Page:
Slike strani





and Cooper Rivers. Beyond the main works | cross-fire with the batteries of Fort Moultrie, on the land side he cut a canal, from one to the where Colonel Pinckney commanded. other of the swamps which border these rivers. In advance of the canal were two rows of abatis and a double picketed ditch. Within the canal, and between it and the main works, were strong redoubts and batteries, to open a flanking fire on any approaching column, while an inclosed horn work of masonry formed a kind of citadel.

A squadron, commanded by Commodore Whipple, and composed of nine vessels of war of various sizes, the largest mounting fortyfour guns, was to co-operate with Forts Moultrie and Johnston, and the various batteries, in the defence of the harbor. They were to lie before the bar so as to command the entrance of it. Great reliance also was placed on the bar itself, which it was thought no ship-of-theline could pass.

Governor Rutledge, a man eminent for talents, patriotism, firmness, and decision, was clothed with dictatorial powers during the present crisis; he had called out the militia of the State, and it was supposed they would duly obey the call. Large reinforcements of troops also were expected from the North. Under all these circumstances, General Lincoln yielded to the entreaties of the inhabitants, and, instead of remaining with his army in the open country, as he had intended, shut himself up with them in the place for its defence, leaving merely his cavalry and two hundred light troops outside, who were to hover about the enemy and prevent small parties from marauding.

It was not until the 12th of March that Sir Henry Clinton effected his tardy approach, and took up a position on Charleston Neck, a few miles above the town. Admiral Arbuthnot soon showed an intention of introducing his ships into the harbor, barricading their waists, anchoring them in a situation where they might take advantage of the first favorable spring-tide, and fixing buoys on the bar for their guidance. Commodore Whipple had by this time ascertained by sounding, that a wrong idea had prevailed of the depth of water in the harbor, and that his ships could not anchor nearer than within three miles of the bar, so that it would be impossible for him to defend the passage of it. He quitted his station within it, therefore, after having destroyed a part of the enemy's buoys, and took a position where his ships might be abreast, and form a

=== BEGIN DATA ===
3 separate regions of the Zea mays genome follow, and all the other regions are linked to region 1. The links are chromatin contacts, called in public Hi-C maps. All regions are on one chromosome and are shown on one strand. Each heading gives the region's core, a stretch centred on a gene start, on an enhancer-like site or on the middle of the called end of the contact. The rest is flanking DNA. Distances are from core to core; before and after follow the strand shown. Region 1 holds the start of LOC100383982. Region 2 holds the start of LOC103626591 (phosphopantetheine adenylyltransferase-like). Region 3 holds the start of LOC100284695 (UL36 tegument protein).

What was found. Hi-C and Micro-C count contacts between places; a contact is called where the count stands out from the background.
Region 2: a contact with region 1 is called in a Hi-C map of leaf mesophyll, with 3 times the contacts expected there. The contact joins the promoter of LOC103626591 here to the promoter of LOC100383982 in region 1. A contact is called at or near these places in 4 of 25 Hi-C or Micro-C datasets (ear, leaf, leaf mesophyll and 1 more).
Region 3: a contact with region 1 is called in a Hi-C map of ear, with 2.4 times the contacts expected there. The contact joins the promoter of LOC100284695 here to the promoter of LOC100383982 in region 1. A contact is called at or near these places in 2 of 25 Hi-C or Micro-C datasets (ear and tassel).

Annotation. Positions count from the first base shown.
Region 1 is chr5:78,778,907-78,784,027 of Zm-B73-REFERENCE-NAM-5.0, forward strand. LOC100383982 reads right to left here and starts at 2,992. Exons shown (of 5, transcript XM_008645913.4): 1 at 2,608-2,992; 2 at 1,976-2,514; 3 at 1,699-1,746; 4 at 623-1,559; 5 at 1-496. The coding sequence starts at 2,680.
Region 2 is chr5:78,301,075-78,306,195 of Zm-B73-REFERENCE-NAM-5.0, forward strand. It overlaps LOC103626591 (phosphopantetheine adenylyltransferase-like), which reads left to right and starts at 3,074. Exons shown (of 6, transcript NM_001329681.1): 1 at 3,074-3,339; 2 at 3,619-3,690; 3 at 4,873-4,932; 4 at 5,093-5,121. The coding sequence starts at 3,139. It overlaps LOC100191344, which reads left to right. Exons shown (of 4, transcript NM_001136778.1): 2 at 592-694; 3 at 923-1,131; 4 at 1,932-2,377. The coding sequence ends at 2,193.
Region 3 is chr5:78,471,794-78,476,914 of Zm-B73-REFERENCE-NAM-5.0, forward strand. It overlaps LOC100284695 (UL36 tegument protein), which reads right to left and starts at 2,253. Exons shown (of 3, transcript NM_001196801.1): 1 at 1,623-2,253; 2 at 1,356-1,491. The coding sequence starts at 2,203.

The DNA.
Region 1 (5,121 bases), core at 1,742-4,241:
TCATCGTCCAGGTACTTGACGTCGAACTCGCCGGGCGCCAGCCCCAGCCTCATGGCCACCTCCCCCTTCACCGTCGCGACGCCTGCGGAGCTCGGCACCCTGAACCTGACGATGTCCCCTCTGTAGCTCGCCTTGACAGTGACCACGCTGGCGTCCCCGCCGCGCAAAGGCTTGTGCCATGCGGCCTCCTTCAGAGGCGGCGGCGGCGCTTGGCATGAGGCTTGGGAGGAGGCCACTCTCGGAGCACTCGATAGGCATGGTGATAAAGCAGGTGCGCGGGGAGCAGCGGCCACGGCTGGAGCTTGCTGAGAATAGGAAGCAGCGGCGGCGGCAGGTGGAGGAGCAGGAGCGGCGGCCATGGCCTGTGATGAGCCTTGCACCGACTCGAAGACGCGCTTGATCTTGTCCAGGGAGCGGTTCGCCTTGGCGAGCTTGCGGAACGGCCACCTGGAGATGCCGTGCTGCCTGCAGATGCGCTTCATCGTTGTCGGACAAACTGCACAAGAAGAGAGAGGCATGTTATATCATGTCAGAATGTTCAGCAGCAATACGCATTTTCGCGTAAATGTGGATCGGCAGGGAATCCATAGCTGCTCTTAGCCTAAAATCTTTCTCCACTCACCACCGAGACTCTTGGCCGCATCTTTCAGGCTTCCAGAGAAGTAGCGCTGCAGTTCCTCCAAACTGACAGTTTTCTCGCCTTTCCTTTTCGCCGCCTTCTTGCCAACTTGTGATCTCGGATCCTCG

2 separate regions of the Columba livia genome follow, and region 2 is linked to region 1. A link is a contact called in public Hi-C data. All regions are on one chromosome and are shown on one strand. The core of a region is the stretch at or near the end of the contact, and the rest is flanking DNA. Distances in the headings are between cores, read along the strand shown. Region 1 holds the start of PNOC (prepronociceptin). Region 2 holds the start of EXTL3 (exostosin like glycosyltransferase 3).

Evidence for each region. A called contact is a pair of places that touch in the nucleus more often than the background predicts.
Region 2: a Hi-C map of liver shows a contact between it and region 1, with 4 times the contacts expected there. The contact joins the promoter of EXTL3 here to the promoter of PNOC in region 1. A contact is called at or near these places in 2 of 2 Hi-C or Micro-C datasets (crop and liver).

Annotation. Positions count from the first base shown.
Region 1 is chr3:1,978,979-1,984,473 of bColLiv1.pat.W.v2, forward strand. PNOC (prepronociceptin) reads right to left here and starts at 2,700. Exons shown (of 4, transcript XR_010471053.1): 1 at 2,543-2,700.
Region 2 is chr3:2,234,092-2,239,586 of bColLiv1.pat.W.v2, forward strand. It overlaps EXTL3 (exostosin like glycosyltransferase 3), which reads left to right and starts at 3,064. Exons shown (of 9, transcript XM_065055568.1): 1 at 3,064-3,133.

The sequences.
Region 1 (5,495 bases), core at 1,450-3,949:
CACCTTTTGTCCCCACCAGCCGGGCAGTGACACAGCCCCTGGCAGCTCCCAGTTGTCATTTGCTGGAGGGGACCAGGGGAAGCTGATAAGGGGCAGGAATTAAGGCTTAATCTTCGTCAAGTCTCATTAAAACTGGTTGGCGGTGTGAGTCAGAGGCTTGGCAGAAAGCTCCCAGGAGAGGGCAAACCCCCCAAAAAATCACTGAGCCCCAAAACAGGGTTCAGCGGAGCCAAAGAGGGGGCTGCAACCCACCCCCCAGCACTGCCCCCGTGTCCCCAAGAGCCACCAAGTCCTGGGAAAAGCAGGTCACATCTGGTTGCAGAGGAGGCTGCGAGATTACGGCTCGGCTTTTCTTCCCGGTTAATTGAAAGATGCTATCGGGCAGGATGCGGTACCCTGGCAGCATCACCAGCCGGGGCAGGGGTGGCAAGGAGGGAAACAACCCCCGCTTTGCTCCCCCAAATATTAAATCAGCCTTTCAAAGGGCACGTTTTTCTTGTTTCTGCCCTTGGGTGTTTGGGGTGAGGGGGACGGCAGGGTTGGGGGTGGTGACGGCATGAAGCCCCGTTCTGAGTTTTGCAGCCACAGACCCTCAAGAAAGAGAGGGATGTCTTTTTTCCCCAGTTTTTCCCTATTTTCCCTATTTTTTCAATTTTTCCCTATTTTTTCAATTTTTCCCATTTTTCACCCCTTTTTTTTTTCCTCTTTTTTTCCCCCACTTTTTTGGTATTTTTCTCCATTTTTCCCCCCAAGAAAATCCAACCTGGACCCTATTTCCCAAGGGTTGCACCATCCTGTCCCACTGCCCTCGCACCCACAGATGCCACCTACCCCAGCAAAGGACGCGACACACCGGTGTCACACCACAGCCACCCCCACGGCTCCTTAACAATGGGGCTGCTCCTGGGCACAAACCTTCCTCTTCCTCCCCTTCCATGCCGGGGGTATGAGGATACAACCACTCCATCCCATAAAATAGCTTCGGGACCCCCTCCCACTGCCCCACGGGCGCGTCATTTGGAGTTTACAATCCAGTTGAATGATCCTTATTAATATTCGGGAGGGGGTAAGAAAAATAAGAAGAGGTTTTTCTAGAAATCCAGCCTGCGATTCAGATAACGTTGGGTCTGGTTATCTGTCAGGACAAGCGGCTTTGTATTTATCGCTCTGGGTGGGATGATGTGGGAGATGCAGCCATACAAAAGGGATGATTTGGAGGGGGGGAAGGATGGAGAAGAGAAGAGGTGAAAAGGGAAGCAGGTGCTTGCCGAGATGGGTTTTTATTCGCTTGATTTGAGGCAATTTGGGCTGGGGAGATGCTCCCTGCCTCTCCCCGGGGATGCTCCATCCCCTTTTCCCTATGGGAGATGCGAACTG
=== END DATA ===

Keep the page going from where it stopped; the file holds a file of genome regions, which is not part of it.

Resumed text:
Washington was informed of these facts, by letters from his former aide-de-camp, Colonel Laurens, who was in Charleston at the time. The information caused anxious forebodings. "The impracticability of defending the bar, I fear, amounts to the loss of the town and garrison," writes he in reply. "It really appears to me, that the propriety of attempting to defend the town, depended on the probability of defending the bar, and that when this ceased, the attempt ought to have been relinquished." The same opinion was expressed by him in a letter to Baron Steuben; "but at this distance," adds he considerately, we can form a very imperfect judgment of its propriety or necessity. I have the greatest reliance in General Lincoln's prudence, but I cannot forbear dreading the event."

[ocr errors]

His solicitude for the safety of the South was increased, by hearing of the embarkation at New York of two thousand five hundred British and Hessian troops, under Lord Rawdon, reinforcements for Sir Henry Clinton. It seemed evident the enemy intended to push their operations with vigor at the South; perhaps, to make it the principal theatre of the war. "We are now beginning," said Washington, "to experience the fatal consequences of the policy which delayed calling upon the States for their quotas of men in time to arrange and prepare them for the duties of the field. What to do for the Southern States, without involving consequences equally alarming in this quarter, I know not."

Gladly would he have hastened to the South in person, but at this moment his utmost vigilance was required to keep watch upon New York and maintain the security of the Hudson, the vital part of the confederacy. The weak state of the American means of warfare in both quarters, presented a choice of difficulties. The South needed support. Could the North give it without exposing itself to ruin, since the enemy, by means of their ships, could suddenly unite their forces, and fall upon any point that they might consider weak? Such were the perplexities to which he was continually subjected, in having, with scanty means, to provide for the security of a vast extent of country, and with land forces merely, to contend with an amphibious enemy.

"Congress will better conceive in how delicate a situation we stand," writes he, "when I